Valuing Restricted Stock Units
Valuing Restricted Stock Units
This blog provides a general understanding of how RSUs work, their history, and the factors to consider when assessing their value.
You’ve seen it in the headlines – executive compensation is on the rise. In fact, executive compensation has been rising for the better part of three decades, and with it comes increasing complexities for corporations and employees alike.
Ideally, executive compensation is configured to efficiently address tax law and the desires of the organization at large; typically representing a mixture of salary, bonuses, benefits, stock options and restricted stocks.
In recent years, Restricted Stock Units (“RSU”) have become a popular alternative form of executive compensation, acting as a hybrid between stock options and restricted stocks. RSUs involve a promise by the employer to grant stocks (or cash equivalents) to the employee after they complete a specified number of years of service. This blog is intended to provide readers with a general understanding of how RSUs work, their history, and the factors to consider when assessing their value.
What are RSUs?
RSUs represent a method of compensation issued to an employee in the form of company shares (or cash equivalents). RSUs are issued through a vesting plan and are distributed after completing a specified number of years of service. Upon vesting, the RSU holder receives shares from the company (or cash equivalents) which are able to be held or sold at their discretion.
Example of RSUs
Kevin is a manager for a publically-traded oil and gas company. As part of his annual compensation arrangement, Kevin receives 500 RSUs from his employer. At the end of the two year vesting period, Kevin will receive 1 common share for each RSU. At the time of issuing, the stock price is trading at $20 per share, meaning the intrinsic value of the RSUs he received is $10,000 (500 RSUs x $20). However, this does not necessarily mean Kevin is entitled to this money – If he leaves his current employer before the RSUs vest, the value is forfeited. Similarly, if the stock price fluctuates between now and when the RSUs vest, Kevin may receive proceeds equal to more or less than the $10,000.
Two years later, Kevin is still with his currently employer and his RSUs vest. However, now his company’s stock price is $18 per share – meaning that the proceeds Kevin actually receives have a value of $9,000 (500 RSUs x $18).
History of RSUs
RSUs became a popular form of executive compensation following the accounting scandals in the early-2000’s involving companies such as Enron and WorldCom. RSUs, compared to stock options, were largely regarded as a better mechanism to align employee and shareholder interests. Between 2003 and 2005, the median number of stock options granted by Fortune 1000 companies declined by 40%, while the median number of RSUs increased by nearly 41% during the same period.
What Considerations Are There When Valuing RSUs?
Broadly speaking, the value of an RSU is a product of the following inputs:
- The stock price at the Valuation Date;
- The expected volatility of the stock price through the vesting period;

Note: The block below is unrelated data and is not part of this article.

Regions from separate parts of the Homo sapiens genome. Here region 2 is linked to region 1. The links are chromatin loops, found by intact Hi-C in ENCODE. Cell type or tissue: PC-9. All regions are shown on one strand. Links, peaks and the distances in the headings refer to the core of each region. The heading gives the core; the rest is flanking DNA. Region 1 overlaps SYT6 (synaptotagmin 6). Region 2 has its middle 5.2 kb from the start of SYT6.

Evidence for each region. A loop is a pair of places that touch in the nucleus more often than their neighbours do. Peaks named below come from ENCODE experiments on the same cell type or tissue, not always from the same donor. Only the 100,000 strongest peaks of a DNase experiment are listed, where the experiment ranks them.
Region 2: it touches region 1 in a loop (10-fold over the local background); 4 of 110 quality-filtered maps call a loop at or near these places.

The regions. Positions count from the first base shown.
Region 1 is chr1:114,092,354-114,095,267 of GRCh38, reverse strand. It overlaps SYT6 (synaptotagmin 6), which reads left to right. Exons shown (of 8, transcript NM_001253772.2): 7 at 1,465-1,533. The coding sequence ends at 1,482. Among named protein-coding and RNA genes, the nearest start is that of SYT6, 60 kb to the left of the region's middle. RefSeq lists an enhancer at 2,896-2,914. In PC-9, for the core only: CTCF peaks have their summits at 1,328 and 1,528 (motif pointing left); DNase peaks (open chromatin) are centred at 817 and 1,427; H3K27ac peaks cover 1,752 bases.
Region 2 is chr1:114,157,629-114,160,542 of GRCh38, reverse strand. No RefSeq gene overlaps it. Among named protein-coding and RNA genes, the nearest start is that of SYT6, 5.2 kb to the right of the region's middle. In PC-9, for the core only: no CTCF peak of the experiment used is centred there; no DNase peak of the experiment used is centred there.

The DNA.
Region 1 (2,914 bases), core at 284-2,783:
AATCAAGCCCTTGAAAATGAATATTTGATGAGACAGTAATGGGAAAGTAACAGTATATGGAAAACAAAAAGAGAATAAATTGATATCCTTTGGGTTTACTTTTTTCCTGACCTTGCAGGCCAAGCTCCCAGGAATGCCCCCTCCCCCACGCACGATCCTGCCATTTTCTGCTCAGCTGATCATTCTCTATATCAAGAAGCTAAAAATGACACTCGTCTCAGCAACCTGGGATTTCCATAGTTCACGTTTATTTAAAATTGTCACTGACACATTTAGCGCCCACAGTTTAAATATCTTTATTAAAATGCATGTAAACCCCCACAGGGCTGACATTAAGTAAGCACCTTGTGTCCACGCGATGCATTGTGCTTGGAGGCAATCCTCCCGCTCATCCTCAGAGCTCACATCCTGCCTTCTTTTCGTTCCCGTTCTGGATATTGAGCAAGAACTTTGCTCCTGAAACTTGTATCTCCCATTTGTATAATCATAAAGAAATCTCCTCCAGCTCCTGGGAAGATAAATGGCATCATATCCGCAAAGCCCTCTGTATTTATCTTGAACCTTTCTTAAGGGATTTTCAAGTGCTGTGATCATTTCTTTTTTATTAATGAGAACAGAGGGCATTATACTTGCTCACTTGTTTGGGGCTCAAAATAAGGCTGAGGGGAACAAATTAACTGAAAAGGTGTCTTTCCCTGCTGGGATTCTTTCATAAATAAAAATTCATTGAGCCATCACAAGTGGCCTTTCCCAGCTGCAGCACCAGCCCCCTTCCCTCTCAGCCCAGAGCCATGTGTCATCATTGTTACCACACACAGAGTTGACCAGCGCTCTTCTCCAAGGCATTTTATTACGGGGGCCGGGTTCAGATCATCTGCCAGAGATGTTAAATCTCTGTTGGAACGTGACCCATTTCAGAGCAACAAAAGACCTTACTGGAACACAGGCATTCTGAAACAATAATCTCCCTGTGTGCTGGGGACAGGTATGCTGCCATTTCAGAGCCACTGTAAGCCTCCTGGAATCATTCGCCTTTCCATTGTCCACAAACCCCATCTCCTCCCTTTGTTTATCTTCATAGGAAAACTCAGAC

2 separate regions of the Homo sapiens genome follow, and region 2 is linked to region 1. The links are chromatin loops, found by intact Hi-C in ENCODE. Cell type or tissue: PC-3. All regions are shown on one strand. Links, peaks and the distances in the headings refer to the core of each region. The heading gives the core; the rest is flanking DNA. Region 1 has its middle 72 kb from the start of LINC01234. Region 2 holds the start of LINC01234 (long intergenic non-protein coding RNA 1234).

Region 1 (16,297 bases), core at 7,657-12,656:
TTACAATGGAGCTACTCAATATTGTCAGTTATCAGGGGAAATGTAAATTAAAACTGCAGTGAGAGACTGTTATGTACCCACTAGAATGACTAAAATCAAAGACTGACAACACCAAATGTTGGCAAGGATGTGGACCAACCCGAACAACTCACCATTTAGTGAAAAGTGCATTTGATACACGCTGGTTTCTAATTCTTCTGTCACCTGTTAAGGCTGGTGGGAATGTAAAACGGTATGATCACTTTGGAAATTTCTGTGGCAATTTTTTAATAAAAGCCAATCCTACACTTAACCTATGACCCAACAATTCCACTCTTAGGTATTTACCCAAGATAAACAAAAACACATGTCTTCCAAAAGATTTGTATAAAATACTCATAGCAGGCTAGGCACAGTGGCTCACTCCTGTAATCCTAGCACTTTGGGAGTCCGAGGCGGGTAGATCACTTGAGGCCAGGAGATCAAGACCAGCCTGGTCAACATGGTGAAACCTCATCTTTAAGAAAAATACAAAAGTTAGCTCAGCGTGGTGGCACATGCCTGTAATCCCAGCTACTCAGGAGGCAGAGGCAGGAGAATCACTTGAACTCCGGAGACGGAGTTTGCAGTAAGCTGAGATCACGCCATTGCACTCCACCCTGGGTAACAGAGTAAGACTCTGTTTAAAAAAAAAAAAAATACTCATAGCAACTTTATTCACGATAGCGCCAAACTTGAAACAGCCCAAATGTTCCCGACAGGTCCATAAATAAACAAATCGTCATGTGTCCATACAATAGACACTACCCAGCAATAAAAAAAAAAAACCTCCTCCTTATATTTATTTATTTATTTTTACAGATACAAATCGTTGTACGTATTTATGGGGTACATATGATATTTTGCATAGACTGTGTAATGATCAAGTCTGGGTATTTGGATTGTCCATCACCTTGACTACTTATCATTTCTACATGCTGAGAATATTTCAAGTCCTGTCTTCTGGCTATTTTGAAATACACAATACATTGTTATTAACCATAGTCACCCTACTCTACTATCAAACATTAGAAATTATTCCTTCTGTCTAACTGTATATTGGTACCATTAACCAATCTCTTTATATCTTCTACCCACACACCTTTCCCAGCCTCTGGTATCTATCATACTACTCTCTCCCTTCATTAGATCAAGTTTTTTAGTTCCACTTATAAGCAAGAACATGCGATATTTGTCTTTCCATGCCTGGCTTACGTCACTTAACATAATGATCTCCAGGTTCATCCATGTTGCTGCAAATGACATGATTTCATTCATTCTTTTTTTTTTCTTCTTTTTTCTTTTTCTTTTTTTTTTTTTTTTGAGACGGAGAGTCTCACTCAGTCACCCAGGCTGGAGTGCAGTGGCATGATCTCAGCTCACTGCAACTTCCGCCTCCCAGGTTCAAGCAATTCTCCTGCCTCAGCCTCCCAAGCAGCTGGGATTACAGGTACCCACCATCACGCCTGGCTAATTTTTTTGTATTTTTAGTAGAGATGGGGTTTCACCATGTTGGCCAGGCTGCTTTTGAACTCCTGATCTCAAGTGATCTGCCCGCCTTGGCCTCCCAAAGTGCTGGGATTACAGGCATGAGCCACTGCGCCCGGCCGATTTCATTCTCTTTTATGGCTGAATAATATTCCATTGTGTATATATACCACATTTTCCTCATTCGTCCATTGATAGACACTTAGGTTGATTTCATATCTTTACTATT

- The taxes payable upon vesting;
- The likelihood of the RSUs vesting; and
- The time value of money.
Upon vesting, the RSU holder receives shares in the company (or cash equivalents), which are able to be sold at their discretion. Therefore, the stock price at the Valuation Date may serve as a baseline value for the RSU. Of course, there are other factors that may materially increase or decrease this baseline value.
Expected Volatility of the Stock Price through the Vesting Period
Most stock prices are not stable – their price may increase or decrease between the valuation date and the vesting date. Fortunately, CBV’s are able to implement various notional hedging strategies that eliminate the price risk between the valuation date and the vesting date. The price volatility of the stock (i.e. the measure of the variation of stock prices over time) is an important input when determining the cost or benefit of implementing these strategies.
Taxes Payable upon Vesting
The employee receiving an RSU (i.e. the holder) does not incur any taxes when the RSU is initially granted. Instead, RSUs are considered to be income upon vesting, and a portion of the shares (or cash equivalents) may be withheld to pay income taxes. The employee’s income tax rate, therefore, may be an important input when assessing the RSU’s value.
Likelihood of Vesting
RSUs are issued through a vesting plan and are distributed after completing a specified number of years of service. Therefore, if an employee does not reach these service requirements (for example: if they leave the company to work for a competitor), the RSUs may not vest and any value is forfeited.
Time Value of Money
The time value of money is the concept that money in the future is worth less than the identical amount of money in the present. Since RSUs vest in the future, any future proceeds need to be discounted to account for the time value of money.
At Davis Martindale, we have experience valuing all types of compensation arrangements. If you need an expert to value your RSUs, we would love to work with you, give the experts at Davis Martindale a call.
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